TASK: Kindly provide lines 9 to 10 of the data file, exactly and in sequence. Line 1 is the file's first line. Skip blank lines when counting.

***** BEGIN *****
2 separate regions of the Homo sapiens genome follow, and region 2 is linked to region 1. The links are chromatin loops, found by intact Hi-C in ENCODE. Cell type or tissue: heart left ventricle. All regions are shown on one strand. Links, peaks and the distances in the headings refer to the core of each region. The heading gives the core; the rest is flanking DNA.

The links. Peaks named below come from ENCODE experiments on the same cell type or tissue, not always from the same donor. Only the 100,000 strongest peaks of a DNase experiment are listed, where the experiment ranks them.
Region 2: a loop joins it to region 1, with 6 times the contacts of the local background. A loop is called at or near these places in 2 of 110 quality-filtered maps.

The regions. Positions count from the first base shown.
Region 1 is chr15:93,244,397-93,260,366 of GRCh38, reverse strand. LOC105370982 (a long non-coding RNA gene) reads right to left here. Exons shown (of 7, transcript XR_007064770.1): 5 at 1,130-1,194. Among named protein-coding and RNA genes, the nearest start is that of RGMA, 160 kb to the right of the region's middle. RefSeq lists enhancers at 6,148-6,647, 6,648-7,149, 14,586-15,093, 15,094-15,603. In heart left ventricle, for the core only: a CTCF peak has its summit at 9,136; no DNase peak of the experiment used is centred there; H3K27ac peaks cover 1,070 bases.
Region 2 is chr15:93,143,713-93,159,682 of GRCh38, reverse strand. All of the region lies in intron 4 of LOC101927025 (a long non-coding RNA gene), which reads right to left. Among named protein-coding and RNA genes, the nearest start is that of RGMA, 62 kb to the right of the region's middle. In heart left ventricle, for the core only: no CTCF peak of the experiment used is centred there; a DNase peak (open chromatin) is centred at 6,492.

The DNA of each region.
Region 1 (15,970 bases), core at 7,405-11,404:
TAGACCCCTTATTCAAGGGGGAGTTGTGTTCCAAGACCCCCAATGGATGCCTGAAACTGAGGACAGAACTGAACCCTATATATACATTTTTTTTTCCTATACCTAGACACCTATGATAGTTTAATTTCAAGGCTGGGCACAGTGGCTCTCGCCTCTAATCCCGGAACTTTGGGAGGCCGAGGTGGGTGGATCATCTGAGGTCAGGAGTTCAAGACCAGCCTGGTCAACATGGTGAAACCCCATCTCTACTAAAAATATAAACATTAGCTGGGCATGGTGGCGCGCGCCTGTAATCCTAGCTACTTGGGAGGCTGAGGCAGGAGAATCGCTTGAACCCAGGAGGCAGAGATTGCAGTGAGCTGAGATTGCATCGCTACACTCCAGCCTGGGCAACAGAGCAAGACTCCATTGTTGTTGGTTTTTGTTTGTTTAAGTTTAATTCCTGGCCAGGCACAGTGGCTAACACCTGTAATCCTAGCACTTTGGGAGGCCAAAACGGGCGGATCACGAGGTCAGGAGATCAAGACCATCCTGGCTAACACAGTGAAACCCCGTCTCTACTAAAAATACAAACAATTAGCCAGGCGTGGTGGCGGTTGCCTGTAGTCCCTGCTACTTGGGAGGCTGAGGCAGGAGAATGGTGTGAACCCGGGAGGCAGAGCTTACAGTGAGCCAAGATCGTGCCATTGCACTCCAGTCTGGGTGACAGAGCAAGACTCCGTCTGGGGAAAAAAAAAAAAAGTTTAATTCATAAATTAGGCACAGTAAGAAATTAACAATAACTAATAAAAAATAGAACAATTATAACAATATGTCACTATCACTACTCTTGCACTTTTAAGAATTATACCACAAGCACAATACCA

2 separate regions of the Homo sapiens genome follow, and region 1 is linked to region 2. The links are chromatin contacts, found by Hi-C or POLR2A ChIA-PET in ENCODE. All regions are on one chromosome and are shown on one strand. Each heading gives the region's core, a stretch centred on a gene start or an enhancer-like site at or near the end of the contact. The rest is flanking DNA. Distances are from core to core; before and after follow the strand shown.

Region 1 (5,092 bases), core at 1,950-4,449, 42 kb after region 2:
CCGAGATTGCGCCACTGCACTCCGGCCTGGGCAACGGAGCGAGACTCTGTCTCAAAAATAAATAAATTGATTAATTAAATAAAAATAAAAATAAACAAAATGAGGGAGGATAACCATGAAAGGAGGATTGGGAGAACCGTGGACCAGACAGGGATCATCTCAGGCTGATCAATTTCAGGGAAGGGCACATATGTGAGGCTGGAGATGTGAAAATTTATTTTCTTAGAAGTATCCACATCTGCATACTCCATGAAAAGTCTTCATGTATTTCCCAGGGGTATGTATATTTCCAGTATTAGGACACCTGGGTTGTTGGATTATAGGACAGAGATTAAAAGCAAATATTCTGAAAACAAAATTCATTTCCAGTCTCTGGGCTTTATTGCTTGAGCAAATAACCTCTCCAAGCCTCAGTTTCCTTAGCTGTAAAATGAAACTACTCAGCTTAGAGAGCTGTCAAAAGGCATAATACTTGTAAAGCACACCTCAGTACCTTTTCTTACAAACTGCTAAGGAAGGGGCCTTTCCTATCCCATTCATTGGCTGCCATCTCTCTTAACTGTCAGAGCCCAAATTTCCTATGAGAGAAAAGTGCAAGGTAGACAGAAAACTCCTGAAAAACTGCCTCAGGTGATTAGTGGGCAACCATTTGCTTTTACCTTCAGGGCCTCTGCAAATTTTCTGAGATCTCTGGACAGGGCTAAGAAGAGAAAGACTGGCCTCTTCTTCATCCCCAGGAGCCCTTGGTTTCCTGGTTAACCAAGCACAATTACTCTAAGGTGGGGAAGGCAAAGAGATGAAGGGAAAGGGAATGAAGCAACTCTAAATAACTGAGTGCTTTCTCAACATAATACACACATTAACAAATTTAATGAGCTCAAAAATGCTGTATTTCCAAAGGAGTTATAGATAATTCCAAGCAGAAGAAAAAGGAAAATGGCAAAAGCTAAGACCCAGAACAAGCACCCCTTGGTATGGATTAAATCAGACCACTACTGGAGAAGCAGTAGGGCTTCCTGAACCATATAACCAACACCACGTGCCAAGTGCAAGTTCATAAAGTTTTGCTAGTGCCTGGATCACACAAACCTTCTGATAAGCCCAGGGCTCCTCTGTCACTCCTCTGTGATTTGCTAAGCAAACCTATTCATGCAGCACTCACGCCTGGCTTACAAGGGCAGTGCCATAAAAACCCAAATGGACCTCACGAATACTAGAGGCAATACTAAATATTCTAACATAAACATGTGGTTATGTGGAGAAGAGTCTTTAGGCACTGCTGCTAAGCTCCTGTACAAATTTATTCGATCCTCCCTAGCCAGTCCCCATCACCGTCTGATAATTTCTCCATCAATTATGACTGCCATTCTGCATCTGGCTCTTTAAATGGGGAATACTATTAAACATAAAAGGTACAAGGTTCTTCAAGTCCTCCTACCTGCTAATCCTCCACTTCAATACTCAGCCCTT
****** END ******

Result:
TAGACCCCTTATTCAAGGGGGAGTTGTGTTCCAAGACCCCCAATGGATGCCTGAAACTGAGGACAGAACTGAACCCTATATATACATTTTTTTTTCCTATACCTAGACACCTATGATAGTTTAATTTCAAGGCTGGGCACAGTGGCTCTCGCCTCTAATCCCGGAACTTTGGGAGGCCGAGGTGGGTGGATCATCTGAGGTCAGGAGTTCAAGACCAGCCTGGTCAACATGGTGAAACCCCATCTCTACTAAAAATATAAACATTAGCTGGGCATGGTGGCGCGCGCCTGTAATCCTAGCTACTTGGGAGGCTGAGGCAGGAGAATCGCTTGAACCCAGGAGGCAGAGATTGCAGTGAGCTGAGATTGCATCGCTACACTCCAGCCTGGGCAACAGAGCAAGACTCCATTGTTGTTGGTTTTTGTTTGTTTAAGTTTAATTCCTGGCCAGGCACAGTGGCTAACACCTGTAATCCTAGCACTTTGGGAGGCCAAAACGGGCGGATCACGAGGTCAGGAGATCAAGACCATCCTGGCTAACACAGTGAAACCCCGTCTCTACTAAAAATACAAACAATTAGCCAGGCGTGGTGGCGGTTGCCTGTAGTCCCTGCTACTTGGGAGGCTGAGGCAGGAGAATGGTGTGAACCCGGGAGGCAGAGCTTACAGTGAGCCAAGATCGTGCCATTGCACTCCAGTCTGGGTGACAGAGCAAGACTCCGTCTGGGGAAAAAAAAAAAAAGTTTAATTCATAAATTAGGCACAGTAAGAAATTAACAATAACTAATAAAAAATAGAACAATTATAACAATATGTCACTATCACTACTCTTGCACTTTTAAGAATTATACCACAAGCACAATACCA

2 separate regions of the Homo sapiens genome follow, and region 1 is linked to region 2. The links are chromatin contacts, found by Hi-C or POLR2A ChIA-PET in ENCODE. All regions are on one chromosome and are shown on one strand. Each heading gives the region's core, a stretch centred on a gene start or an enhancer-like site at or near the end of the contact. The rest is flanking DNA. Distances are from core to core; before and after follow the strand shown.